All the BRICs countries are broadly supportive of South Africa’s attempts to use the BRICS summit to highlight African development challenges. However, China’s understanding of ‘Africa’ seems to have broader application than South Africa’s initially, particularly when it comes to specifying the RECs to include in parallel deliberations with BRICS leaders. Whereas South Africa initially seemed more focused on southern and eastern Africa, a purview in keeping with its real ‘gateway status’, China’s purview encompasses the entire continent – as is to be expected given the geographic range of Chinese commercial contacts with Africa. South Africa’s subsequent invitation to the heads of ‘the 8 RECs’ and their Executive Secretaries seems ultimately to have adhered to the Chinese perspective.
Regarding the BRICS development bank there seems to be broad political agreement on the case for it. However, there is debate over whether it should be called a ‘BRICS development bank’ or a ‘BRICS-led development bank’ that also covers emerging markets and developing countries (EMDC). Other related questions concern who will be allowed to borrow from the bank? Will it be on the basis of one country, one vote to depart from the current practice in IFIs? Or, will this be based on some weighting relative to contribution? India is predictably not too happy with the emphasis on Africa in discourse around the BRICS development bank as it has major infrastructural challenges that it would want to direct the resources too. Similarly, Russia sees the bank in the light of its neighbours who also need infrastructure investment, whereas Brazil has its own enormous development bank and infrastructure deficits and consequently does not need this one.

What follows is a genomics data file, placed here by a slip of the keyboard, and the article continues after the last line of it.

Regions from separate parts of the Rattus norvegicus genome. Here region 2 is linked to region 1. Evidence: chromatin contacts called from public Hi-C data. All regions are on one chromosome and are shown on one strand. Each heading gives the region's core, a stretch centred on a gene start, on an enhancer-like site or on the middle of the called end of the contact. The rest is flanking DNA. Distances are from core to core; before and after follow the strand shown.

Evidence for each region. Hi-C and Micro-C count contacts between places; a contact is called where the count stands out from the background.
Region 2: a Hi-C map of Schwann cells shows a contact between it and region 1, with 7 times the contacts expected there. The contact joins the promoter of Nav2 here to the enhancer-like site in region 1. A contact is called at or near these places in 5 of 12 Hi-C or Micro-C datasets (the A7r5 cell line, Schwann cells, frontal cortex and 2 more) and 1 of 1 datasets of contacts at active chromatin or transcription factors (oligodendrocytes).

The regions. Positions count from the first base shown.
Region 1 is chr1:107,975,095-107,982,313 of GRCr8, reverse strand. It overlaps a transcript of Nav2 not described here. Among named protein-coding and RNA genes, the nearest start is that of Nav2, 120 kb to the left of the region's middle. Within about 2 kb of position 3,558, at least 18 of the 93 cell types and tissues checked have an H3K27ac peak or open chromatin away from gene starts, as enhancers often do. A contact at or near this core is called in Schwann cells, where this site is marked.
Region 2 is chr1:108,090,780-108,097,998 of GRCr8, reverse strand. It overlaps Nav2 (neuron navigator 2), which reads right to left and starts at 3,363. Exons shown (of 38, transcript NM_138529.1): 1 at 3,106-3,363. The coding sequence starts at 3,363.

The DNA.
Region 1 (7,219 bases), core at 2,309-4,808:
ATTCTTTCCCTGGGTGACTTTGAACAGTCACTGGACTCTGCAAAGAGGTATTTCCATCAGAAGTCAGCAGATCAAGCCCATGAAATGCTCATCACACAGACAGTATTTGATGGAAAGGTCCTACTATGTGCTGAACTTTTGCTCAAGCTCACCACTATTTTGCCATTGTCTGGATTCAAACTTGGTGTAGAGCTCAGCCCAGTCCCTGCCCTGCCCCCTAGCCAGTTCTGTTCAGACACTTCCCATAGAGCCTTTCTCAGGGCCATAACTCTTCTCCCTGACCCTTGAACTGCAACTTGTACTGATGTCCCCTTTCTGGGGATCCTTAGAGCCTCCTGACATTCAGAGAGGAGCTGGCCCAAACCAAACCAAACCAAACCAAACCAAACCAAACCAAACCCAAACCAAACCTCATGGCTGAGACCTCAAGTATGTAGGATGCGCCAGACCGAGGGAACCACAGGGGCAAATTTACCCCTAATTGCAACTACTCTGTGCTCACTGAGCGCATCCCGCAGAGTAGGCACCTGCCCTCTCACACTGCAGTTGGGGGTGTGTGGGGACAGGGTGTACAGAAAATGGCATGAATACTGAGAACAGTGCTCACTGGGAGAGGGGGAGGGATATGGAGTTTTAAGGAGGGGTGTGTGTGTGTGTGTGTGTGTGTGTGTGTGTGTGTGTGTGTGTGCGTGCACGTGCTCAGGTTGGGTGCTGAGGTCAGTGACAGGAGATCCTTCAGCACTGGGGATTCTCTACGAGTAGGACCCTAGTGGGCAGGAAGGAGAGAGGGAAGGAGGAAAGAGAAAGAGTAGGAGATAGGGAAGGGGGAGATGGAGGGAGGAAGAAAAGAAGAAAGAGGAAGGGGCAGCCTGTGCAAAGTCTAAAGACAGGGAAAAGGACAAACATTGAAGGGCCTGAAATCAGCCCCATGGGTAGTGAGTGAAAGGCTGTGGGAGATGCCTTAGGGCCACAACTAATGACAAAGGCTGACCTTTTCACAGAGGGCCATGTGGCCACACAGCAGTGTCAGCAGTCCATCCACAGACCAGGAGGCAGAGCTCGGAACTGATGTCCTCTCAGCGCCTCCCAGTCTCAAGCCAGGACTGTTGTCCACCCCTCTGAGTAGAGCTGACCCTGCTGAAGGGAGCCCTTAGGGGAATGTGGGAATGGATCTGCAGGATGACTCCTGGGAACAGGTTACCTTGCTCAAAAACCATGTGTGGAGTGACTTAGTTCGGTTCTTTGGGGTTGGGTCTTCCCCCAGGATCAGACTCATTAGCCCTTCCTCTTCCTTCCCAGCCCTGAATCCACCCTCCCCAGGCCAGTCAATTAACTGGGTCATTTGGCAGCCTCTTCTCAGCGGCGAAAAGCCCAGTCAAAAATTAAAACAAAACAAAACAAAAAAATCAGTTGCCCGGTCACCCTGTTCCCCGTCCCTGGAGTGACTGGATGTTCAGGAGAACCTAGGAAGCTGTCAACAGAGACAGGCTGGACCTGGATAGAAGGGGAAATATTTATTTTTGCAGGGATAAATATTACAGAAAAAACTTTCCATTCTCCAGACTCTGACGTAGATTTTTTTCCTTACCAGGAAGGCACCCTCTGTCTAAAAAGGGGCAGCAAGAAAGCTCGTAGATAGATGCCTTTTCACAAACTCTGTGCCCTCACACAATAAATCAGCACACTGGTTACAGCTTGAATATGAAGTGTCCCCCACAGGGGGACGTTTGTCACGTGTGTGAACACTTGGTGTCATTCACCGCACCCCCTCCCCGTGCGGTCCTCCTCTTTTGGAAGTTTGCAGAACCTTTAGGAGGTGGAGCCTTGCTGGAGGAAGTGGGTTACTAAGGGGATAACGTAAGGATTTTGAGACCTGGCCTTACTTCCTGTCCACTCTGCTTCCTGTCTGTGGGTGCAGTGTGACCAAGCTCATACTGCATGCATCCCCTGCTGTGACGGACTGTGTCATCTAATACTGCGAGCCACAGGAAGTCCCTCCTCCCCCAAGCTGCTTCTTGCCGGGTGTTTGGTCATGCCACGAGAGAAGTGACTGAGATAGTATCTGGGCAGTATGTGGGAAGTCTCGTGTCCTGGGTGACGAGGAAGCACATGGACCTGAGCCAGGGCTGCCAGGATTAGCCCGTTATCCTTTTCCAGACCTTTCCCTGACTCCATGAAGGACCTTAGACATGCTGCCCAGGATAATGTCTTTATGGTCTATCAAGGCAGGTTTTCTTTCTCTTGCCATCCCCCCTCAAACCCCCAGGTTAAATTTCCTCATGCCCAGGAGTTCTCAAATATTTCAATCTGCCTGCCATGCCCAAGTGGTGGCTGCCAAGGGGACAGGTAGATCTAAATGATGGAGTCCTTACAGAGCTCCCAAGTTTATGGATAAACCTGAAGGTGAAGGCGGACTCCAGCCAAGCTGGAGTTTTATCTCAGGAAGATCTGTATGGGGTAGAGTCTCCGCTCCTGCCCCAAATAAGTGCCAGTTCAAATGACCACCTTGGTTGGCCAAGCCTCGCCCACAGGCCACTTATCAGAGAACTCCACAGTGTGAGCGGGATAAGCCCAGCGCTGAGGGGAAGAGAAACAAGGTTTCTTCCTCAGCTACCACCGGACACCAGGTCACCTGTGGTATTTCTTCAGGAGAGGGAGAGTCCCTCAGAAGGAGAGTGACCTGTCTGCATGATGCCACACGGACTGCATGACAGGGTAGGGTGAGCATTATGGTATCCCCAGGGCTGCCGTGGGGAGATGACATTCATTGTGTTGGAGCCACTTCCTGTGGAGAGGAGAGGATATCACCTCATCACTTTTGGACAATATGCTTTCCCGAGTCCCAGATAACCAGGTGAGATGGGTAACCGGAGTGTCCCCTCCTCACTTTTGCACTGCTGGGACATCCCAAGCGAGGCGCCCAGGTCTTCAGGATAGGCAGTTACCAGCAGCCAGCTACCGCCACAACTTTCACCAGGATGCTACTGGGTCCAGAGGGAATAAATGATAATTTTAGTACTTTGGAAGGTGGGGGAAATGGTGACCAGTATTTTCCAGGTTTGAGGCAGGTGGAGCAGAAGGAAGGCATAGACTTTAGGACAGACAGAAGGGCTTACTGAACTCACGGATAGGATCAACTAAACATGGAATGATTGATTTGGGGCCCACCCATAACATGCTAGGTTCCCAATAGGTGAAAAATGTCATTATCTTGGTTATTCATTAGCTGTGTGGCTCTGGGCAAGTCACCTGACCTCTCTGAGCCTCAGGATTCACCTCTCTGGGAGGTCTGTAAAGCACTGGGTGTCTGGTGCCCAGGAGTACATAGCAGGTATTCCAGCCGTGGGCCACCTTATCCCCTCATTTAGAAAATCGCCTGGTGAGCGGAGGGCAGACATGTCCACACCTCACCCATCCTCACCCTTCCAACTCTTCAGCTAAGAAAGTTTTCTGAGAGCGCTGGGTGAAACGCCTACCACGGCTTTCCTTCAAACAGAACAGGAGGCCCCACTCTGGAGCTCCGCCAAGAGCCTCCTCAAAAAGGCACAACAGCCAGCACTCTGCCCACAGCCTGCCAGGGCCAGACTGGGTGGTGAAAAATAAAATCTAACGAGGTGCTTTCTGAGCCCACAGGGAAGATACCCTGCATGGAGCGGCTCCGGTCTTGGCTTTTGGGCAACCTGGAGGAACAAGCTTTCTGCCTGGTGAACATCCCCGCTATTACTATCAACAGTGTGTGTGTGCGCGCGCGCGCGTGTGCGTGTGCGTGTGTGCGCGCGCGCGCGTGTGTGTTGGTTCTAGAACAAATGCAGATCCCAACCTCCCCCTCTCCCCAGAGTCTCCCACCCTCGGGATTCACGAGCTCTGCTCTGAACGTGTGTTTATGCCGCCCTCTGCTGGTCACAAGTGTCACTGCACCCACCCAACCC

Building and deepening intra-BRICS collaboration
A range of initiatives is on the table in respect of promoting deeper intra-BRICS collaboration. Specific institutional proposals include establishment of:
- A BRICS think-tank consortium, which is supposed to provide strategic advice and forethought for deepening the processes. This will complement the extant BRICS academic forum. South Africa is also likely to establish its own BRICS think-tank, to be housed in the Human Sciences Research Council.
- A BRICS business council, which may be hosted by Russia. This will engage on commercial interests vis a vis intra-BRICS trade and investment opportunities.
- The BRICS (-led) development bank.
In addition a number of government-to-government interactions are proposed. None of these seem to be of particular strategic importance to South Africa, and some presumably predate the Durban summit.
There is a great deal of excitement within the South African government about the country’s involvement in the BRICS Forum. Its involvement has been driven by the International Relations and Cooperation department, suggesting that BRICS is viewed principally from a diplomatic standpoint. Further, president Jacob Zuma sees BRICS very much as his foreign policy legacy. Launching a set of institutions such as the BRICS Development Bank, the BRICS Business Council, and the BRICS Think-Tank Consortium will be regarded as a great success for South Africa’s foreign policy and international diplomatic efforts. It will certainly build foreign policy confidence within the country even if longer term domestic benefits are more difficult to discern. Government officials also believe that the BRICS-Africa outreach will help to enhance South Africa’s diplomatic stature in the African continent, which in turn, it is hoped, will have commercial spin-offs down the line.